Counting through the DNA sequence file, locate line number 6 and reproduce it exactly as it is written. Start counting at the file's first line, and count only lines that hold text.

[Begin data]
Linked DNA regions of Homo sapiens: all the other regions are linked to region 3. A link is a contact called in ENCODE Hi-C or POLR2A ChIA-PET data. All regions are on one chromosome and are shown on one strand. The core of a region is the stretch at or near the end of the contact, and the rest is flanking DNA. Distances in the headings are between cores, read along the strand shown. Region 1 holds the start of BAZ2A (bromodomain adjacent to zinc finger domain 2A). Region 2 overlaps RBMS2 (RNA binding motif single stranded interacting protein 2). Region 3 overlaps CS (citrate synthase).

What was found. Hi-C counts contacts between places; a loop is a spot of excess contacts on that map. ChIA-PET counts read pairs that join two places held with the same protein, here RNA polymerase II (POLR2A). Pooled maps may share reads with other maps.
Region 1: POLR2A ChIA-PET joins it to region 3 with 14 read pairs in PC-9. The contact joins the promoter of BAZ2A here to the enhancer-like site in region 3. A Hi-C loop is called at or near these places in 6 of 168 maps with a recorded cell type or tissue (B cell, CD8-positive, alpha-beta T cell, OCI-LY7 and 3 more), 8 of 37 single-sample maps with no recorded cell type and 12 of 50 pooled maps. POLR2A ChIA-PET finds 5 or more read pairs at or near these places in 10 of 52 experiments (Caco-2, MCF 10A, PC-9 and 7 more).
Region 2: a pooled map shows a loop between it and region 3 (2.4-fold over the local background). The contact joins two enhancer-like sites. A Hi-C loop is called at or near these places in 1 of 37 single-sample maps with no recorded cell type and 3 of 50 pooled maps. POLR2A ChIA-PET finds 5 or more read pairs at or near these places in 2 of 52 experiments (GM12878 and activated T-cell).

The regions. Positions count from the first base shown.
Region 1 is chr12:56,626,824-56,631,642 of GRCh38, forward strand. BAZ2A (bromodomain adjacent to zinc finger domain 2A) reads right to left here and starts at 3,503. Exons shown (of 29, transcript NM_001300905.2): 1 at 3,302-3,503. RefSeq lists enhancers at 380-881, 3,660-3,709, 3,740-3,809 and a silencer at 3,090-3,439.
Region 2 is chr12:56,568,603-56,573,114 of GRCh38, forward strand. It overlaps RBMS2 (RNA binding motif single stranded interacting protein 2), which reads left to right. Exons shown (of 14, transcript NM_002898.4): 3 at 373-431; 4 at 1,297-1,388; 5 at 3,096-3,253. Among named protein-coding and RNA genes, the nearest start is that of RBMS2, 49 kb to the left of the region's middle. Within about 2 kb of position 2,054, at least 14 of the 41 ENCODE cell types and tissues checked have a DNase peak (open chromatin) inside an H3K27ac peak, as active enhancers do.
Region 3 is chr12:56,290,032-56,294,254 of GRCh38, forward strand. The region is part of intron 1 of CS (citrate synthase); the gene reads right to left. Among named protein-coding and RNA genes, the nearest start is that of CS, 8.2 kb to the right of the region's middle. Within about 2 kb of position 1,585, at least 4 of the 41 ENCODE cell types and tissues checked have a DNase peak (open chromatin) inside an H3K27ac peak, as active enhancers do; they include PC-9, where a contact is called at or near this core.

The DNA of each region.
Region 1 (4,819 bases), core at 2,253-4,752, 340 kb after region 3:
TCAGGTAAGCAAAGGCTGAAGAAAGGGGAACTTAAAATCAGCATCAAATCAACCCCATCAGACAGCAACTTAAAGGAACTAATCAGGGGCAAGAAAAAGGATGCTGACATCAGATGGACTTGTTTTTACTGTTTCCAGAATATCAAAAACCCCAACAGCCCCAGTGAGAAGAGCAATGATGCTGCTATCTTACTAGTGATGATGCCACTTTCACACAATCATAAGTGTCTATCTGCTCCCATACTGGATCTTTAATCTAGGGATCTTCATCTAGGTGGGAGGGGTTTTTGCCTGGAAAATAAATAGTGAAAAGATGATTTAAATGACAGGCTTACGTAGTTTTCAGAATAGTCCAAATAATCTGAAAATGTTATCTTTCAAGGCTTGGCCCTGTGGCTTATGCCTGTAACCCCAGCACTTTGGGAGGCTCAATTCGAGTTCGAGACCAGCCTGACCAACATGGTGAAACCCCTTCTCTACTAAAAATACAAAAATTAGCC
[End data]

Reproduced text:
Region 1 is chr12:56,626,824-56,631,642 of GRCh38, forward strand. BAZ2A (bromodomain adjacent to zinc finger domain 2A) reads right to left here and starts at 3,503. Exons shown (of 29, transcript NM_001300905.2): 1 at 3,302-3,503. RefSeq lists enhancers at 380-881, 3,660-3,709, 3,740-3,809 and a silencer at 3,090-3,439.